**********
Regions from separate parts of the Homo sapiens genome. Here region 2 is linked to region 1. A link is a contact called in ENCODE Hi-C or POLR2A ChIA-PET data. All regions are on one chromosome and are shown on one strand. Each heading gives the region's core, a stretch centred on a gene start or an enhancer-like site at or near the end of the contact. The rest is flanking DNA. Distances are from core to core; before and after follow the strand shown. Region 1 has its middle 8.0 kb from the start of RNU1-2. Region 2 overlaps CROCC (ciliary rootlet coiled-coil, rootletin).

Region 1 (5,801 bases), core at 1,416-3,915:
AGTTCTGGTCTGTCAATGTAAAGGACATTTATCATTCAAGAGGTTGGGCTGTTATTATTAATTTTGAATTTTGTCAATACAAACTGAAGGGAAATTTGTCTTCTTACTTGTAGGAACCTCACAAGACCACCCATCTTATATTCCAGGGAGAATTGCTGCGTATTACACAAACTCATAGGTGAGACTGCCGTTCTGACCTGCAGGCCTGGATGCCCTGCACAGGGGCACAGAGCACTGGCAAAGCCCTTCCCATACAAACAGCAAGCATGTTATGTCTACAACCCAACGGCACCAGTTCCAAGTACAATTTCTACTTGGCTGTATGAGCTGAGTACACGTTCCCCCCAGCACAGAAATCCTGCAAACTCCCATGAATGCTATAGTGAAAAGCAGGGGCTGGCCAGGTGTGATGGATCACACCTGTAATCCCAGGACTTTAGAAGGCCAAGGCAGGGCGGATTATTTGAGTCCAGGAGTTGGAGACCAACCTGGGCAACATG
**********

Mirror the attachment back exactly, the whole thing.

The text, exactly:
Regions from separate parts of the Homo sapiens genome. Here region 2 is linked to region 1. A link is a contact called in ENCODE Hi-C or POLR2A ChIA-PET data. All regions are on one chromosome and are shown on one strand. Each heading gives the region's core, a stretch centred on a gene start or an enhancer-like site at or near the end of the contact. The rest is flanking DNA. Distances are from core to core; before and after follow the strand shown. Region 1 has its middle 8.0 kb from the start of RNU1-2. Region 2 overlaps CROCC (ciliary rootlet coiled-coil, rootletin).

Region 1 (5,801 bases), core at 1,416-3,915:
AGTTCTGGTCTGTCAATGTAAAGGACATTTATCATTCAAGAGGTTGGGCTGTTATTATTAATTTTGAATTTTGTCAATACAAACTGAAGGGAAATTTGTCTTCTTACTTGTAGGAACCTCACAAGACCACCCATCTTATATTCCAGGGAGAATTGCTGCGTATTACACAAACTCATAGGTGAGACTGCCGTTCTGACCTGCAGGCCTGGATGCCCTGCACAGGGGCACAGAGCACTGGCAAAGCCCTTCCCATACAAACAGCAAGCATGTTATGTCTACAACCCAACGGCACCAGTTCCAAGTACAATTTCTACTTGGCTGTATGAGCTGAGTACACGTTCCCCCCAGCACAGAAATCCTGCAAACTCCCATGAATGCTATAGTGAAAAGCAGGGGCTGGCCAGGTGTGATGGATCACACCTGTAATCCCAGGACTTTAGAAGGCCAAGGCAGGGCGGATTATTTGAGTCCAGGAGTTGGAGACCAACCTGGGCAACATG